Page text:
Untitled Poem by J.N. Fishhawk

J.N. Fishhawk
In response to the prompt found here.

the swamps stand eternal,
lungs, liver, and kidneys of the land, all in one–
cinnamon fern fossils in ancient shale
a testament, a message in our world’s 
oldest print—frond, blade, pinnule
dropped with a long-gone 
season’s pass, into water
burnt dark as midnight
with fertile death–
the quiet, un-sung
press of nature’s frail case
in antediluvian mud, a doorway
down the long corridors of 
planetary time.

I walk into black water
up almost to the tops of my galoshes
to seek that portal into eternity
that only cinnamon-fern swamps
keep—a doorway between the cypress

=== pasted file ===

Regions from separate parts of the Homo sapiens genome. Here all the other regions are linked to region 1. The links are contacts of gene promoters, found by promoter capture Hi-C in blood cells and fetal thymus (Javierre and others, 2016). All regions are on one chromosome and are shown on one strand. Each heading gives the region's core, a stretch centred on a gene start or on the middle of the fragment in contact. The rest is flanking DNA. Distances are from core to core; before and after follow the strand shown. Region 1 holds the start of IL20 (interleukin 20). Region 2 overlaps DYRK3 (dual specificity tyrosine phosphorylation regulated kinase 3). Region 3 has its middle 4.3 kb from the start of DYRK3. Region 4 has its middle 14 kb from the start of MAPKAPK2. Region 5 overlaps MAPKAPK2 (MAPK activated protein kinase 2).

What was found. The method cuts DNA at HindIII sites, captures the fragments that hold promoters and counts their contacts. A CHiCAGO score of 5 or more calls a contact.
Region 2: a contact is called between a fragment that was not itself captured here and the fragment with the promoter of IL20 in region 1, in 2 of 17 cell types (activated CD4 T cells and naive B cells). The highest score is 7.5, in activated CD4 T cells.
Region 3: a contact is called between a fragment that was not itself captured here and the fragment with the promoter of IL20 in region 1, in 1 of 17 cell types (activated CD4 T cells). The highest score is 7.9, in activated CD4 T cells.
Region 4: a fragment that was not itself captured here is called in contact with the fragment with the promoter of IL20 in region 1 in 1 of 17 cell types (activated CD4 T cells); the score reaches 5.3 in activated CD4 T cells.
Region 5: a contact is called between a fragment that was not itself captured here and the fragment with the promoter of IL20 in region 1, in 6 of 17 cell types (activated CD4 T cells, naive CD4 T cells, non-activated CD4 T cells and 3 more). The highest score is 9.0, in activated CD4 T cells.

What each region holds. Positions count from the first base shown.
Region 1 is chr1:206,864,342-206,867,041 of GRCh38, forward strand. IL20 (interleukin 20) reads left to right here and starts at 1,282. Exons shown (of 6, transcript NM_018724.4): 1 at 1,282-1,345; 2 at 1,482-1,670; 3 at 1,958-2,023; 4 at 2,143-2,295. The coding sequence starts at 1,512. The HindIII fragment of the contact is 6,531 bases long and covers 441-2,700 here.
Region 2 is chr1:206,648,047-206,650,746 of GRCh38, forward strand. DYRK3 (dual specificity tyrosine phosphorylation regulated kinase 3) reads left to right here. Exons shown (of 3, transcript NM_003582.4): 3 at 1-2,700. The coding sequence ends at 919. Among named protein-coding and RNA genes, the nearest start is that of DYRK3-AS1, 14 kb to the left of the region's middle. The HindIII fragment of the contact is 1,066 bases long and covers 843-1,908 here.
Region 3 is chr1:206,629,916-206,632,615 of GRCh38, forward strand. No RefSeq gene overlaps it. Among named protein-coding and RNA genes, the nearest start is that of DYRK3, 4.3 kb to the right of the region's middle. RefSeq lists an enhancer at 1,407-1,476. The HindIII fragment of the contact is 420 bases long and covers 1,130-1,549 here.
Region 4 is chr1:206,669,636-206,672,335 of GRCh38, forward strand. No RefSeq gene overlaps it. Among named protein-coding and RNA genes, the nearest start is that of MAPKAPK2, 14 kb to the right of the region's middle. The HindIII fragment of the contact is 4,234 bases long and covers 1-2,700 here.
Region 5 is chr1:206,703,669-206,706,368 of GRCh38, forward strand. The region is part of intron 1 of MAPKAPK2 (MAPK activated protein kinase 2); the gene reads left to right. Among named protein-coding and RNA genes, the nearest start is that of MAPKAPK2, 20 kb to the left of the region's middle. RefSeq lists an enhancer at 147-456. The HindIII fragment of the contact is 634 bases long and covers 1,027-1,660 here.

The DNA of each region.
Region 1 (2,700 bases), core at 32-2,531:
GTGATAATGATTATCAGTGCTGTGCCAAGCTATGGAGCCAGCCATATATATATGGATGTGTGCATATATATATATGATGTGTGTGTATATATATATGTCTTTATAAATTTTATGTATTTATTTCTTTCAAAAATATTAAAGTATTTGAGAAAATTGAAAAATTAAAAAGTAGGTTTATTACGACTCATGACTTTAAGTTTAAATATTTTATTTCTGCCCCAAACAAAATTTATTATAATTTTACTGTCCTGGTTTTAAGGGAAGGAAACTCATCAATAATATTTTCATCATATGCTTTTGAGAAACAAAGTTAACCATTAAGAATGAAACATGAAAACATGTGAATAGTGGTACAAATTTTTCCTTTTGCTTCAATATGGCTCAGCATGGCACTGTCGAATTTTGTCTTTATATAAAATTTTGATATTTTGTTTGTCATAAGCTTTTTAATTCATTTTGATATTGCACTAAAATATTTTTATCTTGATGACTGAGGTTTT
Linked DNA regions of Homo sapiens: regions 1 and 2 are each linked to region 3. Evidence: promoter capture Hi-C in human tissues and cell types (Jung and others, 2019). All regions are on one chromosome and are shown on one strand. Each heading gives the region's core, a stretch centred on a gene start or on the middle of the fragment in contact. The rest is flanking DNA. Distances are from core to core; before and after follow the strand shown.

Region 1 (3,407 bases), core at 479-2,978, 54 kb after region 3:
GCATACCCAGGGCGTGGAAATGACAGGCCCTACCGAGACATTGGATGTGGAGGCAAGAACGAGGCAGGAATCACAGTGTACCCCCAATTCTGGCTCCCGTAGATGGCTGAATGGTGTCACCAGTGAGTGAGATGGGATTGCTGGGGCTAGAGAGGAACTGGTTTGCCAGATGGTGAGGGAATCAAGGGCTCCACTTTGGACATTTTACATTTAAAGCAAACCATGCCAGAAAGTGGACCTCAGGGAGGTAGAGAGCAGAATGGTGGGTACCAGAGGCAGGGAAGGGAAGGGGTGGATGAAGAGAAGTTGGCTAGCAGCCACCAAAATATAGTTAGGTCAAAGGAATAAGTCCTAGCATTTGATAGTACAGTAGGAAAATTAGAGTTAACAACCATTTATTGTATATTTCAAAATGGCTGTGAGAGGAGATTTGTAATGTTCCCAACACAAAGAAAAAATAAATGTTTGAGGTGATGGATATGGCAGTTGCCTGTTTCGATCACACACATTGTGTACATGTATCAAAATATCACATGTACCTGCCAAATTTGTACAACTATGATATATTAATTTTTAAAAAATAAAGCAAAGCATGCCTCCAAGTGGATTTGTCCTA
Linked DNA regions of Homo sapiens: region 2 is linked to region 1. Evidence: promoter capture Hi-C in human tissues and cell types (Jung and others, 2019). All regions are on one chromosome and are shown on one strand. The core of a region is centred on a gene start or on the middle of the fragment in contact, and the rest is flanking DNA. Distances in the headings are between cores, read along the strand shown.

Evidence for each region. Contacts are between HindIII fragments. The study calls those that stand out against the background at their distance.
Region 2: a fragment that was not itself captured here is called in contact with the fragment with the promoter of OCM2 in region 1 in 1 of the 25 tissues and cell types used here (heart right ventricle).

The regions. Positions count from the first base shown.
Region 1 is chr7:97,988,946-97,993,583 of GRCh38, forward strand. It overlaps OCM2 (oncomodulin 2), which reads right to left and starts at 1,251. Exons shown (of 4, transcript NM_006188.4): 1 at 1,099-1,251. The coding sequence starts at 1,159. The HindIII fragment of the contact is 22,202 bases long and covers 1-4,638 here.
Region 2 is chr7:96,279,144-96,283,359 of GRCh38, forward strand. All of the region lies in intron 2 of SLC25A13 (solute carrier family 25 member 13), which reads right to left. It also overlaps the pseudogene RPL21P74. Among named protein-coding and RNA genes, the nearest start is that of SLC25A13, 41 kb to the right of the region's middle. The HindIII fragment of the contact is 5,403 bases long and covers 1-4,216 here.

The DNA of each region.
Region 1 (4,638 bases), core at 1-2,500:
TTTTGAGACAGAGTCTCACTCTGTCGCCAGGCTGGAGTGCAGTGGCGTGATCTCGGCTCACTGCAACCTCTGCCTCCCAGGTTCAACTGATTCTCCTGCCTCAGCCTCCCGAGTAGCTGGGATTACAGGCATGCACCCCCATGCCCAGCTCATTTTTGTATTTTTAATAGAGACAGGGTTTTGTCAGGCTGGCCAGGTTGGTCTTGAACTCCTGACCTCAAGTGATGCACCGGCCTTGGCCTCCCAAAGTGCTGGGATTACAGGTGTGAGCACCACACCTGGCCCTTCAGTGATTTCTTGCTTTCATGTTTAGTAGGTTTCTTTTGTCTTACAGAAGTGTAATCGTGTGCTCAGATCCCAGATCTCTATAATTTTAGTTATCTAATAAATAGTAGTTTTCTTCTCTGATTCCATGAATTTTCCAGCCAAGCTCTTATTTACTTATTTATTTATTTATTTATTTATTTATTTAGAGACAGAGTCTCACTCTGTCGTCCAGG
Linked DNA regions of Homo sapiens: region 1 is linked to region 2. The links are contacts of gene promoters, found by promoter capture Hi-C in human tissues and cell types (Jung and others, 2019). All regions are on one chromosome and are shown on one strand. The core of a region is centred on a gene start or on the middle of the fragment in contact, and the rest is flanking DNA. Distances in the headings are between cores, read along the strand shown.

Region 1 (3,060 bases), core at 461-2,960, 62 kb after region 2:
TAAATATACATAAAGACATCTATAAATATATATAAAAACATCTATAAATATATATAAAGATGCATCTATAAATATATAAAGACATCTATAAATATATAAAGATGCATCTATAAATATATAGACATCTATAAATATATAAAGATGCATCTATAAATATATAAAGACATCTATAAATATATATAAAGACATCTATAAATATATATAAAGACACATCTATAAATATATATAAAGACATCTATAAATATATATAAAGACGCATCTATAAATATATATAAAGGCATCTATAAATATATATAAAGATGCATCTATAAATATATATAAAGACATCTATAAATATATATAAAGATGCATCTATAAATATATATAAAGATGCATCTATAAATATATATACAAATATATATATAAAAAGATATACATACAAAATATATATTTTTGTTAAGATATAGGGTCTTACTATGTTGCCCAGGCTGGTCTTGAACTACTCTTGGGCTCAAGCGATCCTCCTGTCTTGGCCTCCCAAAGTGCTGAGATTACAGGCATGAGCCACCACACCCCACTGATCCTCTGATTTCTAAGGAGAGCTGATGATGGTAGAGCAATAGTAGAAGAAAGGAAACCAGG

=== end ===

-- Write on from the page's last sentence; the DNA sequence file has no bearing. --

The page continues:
knees, where rich midnight muck makes
reels of reprints and endless edits
on life’s message in lichen, moss, trunk,
climbing vine and sunk, slimebound blade or bract.
I stop and stoop to see up close 
the drowned bones of a large loblolly leaf,
sketch for a fossil, all lace veins 
laid open over smaller, mud-suckling litter below.

March brings springtime spore-sowing,
a ritual almost as old as the living world itself,
the long fronds unfurl and send their cinnamon
dust out over sky-faced, placid water, 
every mosquito-dip ripple on its
surface–shimmering allcolor reflection
in the light and midnight 
in the hollows and shadows–
an echo, a doorway,
a foreshortened passage from sporophyte 
to gametophyte and back
via sorus, rhizoid, zygote–
bearers as in days of old
(days so gone as to be struck
in stone for eternity)
of the first landward green 
growing things’ 
water-borne message:
return, return, O

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